On portraits and attributes

Jessica, 60 x 80 cm, acrylic on canvas, ©2007 Julie Galante.

I’ve been thinking a lot about attributes recently. In portraiture, an attribute is an object included to help the viewer identify the subject, or to communicate something about the subject. Artists’ self portraits often include paint brushes or a palette, for example. Catholic saints are often recognizable because of their attributes, such as St. John the Baptist’s hairy cloak or the many arrows poking through St. Sebastian’s body. In traditional portraiture, a scholarly lady might be depicted with her hand on a stack of correspondence, a sailor with his arm resting atop a giant anchor. Attributes can be subtle or obvious, literal or symbolic.

Would your attribute be a peacock scarf?
Jen, 40 x 50 cm, oil on canvas, ©2010 Julie Galante.

While strolling through the academic portraits in Munich’s Neue Pinakothek recently, I started thinking about how I could incorporate attributes into my own work. With few exceptions, my portraits tend to depict the subject alone and out of context. I rarely include a distinguishable background, and even clothing details are usually left out. If I were to set out to include this traditional part of portraiture in my new paintings, how would I do it? Would I be literal, choosing an object from the subject’s daily life? Would I let my subjects choose their own attributes, or would I assign them myself? Would I make these attributes about description, aspiration, or something else entirely?

What if I just chose the object that a person spends the most time with? For many of us in today’s world, that would end up being a piece of technology: a cell phone, a laptop, an ipod. But even for those most connected to their devices of choice, would this be the item you chose to define yourself? Could an ipad be symbolic of something more noble or abstract, such as a love of learning, or games, or communication?

What about you? If I were to paint your portrait, what would your attribute be?

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13 Responses to “On portraits and attributes”

  1. J. Aerts says:

    I think I’d be depressed if you painted me with a blackberry in hand :)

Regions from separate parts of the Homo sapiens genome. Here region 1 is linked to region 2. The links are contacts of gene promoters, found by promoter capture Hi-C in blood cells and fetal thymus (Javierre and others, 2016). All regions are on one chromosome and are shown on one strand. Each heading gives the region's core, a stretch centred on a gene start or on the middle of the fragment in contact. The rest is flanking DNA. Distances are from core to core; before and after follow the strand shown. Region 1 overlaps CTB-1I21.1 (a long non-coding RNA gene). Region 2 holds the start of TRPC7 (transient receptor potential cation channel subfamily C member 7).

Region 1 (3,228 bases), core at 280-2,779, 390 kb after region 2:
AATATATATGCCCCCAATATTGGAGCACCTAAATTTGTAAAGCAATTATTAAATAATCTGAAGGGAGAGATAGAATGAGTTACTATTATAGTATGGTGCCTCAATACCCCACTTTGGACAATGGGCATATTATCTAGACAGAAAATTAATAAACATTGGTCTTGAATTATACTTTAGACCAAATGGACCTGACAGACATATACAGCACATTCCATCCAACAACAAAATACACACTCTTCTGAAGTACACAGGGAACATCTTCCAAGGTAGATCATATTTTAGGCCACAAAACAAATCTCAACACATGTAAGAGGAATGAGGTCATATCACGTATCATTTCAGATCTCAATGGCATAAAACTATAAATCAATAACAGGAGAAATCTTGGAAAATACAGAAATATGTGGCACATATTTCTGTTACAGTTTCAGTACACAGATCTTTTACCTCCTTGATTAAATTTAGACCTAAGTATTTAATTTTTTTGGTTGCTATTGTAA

You could paint me with:
    – a boarding pass & my passport
    – reading a book (definitely)
    – a french chef knife and a cutting board
    – bird watching binoculars

  2. Jul says:

    How about your Kindle? Somehow not as romantic as a book, no?

  3. J. Aerts says:

    yeah, not as romantic, and yet more likely…

  4. Jul says:

    I think a passport would be a good one for me, too. Except my passport is off touring Italy without me. Poop.

  5. Christine says:

    If the painting is commissioned, I think it would be difficult to insist on making that decision for your subject but I think the portrait might be interesting if there were an attribute added by you, the artist. People rarely see themselves as others see them and it “could” make for a fun surprise….it “could” also really get you into hot water with the subject ;-) But it would be loads of fun for the rest of us!!!!

  6. Jen says:

    Please paint me with one red boob.

  7. Jul says:

    @Christine – It would be fun to insist on including an attribute of my choosing in every commissioned portrait! I’ll have to keep that in mind for when I’m so famous and in-demand that I can act like a diva towards my clients. :) But you forgot to answer the question…

    @Jen – Actually I was thinking the peacock scarf was your attribute. Not the boob.

  8. Mark says:

    I think it would almost be better for the artist to pick it, assuming the artist was somewhat familiar with the person. Anything I can think of for myself would be self-flattering, highly obscure, or deadly dull.

  9. Christine says:

    Ahhh true…I answered all but the last question….my attribute would be a dragonfly :-o

  10. Jan says:

    I’d be a “mature” woman with a young heart…….what says “young heart” to you?

  11. Jul says:

    @Mark – For you I’d have to choose a little parade, proceeding subtly around you. Maybe a marching band. All consisting of fish, of course.

    I don’t always have the luxury of getting to know my subjects before I paint them, but I do like the idea of choosing an attribute myself. After all, a portrait is the artist’s interpretation of the subject.

    @Christine – Hmmm. Interesting.

    @Jan – Good question. My immediate idea was to represent “young at heart” with a bit of facial expression – an ever-so-slightly mischievous look, or a particular light in the eye. But that’s not an attribute! So my next idea was a puppy or kitten, sitting in your palm or chasing an imaginary mouse across your shoulder. But maybe that’s too obvious? This is fun to think about.

  12. Terah says:

    Hmmm. A horse ormdog or some western artifact for me. Interesting question. Visiting from. CED. Terah

  13. Scott says:

    My obvious attribute would be the MacBook Pro that I work and play on now. It’s interesting to look back over the years gone by and think about what attributes would have fit certain stages in my life: book, puzzle, soccer ball, trumpet, yo-yo, bike.

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